Escape behaviors have been studied in zebrafish by neuroscientists seeking cellular-level descriptions of neural circuits but few studies have examined vertical swimming during escapes. We analyzed three-dimensional swimming paths of zebrafish larvae during visually-evoked and auditory-evoked escapes while the fish were in a cubical tank with equal vertical and lateral range. Visually evoked escapes, elicited by sudden dimming of ambient light, consistently elicited downward spiral swimming (dives) with faster vertical than lateral movement. Auditory taps also elicited rapid escape swimming with equivalent total distance traveled but with significantly less vertical and more lateral movement. Visually evoked dives usually ended with the zebrafish hitting the bottom of the 10 cm3 tank. Therefore, visually evoked dives were also analyzed in a tubular tank with 50 cm of vertical range, and in most cases larvae reached the bottom of that tank during a 120 s dimming stimulus. Light-evoked spiral diving in zebrafish may be an innate defense reflex against specific predation threats. Since visual and auditory escapes are initially similar but dives persist only during visual escapes, our findings lay the groundwork for studying a type of decision-making within zebrafish sensorimotor circuits.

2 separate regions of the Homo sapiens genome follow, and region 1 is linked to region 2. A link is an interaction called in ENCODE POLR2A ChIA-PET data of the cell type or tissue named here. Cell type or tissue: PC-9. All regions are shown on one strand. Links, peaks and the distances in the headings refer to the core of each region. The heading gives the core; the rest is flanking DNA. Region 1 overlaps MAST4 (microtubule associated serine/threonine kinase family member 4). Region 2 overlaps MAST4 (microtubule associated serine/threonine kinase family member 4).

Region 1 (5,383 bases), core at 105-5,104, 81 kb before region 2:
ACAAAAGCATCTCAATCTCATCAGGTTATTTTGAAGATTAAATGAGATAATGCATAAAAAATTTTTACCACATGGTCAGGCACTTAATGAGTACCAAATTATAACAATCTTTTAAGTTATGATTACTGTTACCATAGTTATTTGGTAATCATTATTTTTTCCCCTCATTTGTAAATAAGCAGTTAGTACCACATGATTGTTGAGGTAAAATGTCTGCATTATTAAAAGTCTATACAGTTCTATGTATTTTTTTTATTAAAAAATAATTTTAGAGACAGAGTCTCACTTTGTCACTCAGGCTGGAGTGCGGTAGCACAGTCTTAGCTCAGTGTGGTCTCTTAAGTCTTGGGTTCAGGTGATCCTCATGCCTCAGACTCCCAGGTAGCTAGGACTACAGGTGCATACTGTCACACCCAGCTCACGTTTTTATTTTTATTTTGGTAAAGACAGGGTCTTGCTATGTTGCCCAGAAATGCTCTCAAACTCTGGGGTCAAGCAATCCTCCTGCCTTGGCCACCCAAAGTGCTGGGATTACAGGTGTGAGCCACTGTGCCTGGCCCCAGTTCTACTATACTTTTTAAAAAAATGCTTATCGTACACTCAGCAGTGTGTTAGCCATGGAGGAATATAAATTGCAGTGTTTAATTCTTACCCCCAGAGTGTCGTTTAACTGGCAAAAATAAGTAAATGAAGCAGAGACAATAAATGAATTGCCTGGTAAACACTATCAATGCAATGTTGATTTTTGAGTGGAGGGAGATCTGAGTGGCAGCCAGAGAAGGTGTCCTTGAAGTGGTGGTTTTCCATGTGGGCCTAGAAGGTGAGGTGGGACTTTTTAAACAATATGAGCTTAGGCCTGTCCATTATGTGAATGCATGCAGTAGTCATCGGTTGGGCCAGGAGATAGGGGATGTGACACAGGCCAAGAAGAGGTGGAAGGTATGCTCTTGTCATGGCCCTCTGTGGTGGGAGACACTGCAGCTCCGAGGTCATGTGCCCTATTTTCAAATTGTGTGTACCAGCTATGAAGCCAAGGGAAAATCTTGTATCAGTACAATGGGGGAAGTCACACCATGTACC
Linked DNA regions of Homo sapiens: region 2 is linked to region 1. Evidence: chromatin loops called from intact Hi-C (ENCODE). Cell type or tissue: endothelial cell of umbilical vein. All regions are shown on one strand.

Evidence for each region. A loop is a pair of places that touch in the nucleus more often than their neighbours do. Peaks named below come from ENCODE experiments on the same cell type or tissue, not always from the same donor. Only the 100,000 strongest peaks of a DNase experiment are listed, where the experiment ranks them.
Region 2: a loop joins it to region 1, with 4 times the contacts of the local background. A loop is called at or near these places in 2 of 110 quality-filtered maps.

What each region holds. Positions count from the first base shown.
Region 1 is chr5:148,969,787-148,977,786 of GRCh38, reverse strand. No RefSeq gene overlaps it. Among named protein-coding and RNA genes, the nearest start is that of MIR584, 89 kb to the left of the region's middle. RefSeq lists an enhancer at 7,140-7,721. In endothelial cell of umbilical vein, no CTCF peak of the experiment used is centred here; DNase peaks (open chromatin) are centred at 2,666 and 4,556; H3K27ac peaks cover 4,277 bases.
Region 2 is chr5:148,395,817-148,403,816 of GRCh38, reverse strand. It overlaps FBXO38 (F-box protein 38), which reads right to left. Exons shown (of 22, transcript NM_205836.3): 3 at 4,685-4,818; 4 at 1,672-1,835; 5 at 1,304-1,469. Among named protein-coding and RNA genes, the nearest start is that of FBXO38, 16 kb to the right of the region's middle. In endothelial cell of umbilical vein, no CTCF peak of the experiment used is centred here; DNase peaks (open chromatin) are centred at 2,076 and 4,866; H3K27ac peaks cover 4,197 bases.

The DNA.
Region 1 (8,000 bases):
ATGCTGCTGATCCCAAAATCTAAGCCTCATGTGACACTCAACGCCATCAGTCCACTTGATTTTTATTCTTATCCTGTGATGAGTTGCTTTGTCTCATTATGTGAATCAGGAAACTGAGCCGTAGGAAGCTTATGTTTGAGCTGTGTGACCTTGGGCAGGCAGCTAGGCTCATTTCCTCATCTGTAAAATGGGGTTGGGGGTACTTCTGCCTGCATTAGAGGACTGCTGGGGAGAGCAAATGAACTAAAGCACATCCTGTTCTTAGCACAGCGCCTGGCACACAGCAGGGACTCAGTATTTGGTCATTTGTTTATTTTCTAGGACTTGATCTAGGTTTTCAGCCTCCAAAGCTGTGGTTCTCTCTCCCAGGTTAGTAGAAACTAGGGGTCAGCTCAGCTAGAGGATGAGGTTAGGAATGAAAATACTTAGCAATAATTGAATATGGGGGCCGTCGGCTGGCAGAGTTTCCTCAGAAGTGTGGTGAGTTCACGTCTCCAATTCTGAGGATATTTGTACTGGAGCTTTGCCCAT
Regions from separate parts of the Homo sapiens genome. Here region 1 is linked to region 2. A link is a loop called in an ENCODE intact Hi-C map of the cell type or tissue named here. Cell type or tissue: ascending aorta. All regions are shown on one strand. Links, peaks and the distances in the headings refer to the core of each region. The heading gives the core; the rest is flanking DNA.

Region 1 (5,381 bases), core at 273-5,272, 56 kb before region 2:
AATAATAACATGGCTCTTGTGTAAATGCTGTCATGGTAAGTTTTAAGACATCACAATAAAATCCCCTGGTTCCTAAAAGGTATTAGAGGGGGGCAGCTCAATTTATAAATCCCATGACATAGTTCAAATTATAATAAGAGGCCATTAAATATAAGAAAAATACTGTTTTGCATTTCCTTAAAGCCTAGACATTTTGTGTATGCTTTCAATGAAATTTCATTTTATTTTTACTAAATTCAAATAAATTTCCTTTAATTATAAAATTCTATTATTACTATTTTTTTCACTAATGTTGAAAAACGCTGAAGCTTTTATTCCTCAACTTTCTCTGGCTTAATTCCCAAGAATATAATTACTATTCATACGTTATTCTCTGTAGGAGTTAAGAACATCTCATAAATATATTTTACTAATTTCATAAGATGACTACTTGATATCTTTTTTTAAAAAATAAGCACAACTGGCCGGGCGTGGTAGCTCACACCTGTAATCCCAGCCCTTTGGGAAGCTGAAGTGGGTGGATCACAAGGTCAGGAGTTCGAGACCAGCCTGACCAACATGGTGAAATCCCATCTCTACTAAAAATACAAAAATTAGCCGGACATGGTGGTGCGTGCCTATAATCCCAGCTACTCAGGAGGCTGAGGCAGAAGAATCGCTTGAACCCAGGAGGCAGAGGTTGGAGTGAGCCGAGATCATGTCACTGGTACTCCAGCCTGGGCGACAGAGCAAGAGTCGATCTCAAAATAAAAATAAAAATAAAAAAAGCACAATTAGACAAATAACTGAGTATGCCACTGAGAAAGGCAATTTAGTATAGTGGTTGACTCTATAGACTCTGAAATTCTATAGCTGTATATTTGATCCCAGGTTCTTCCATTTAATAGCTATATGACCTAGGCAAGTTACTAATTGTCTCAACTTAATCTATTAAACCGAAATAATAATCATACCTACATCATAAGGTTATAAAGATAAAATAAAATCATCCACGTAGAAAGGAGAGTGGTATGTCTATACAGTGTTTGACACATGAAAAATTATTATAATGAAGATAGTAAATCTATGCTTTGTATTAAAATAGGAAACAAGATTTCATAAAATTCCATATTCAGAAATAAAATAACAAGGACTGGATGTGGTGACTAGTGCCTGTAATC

The authors declare no competing or financial interests.
All authors contributed to writing the manuscript. E.G. initiated the study. B.H.B. conducted the experiments and analyzed data. N.S.-C. analyzed data.
None of the authors, nor the research itself, received any specific grant from any funding agency in the public, commercial or not-for-profit sectors.
Raw data, SPSS analysis files and custom MATLAB code is available on the Open Science Framework website at https://osf.io/3eyjr/.
- Received August 2, 2016.
- Accepted October 13, 2016.
- © 2016. Published by The Company of Biologists Ltd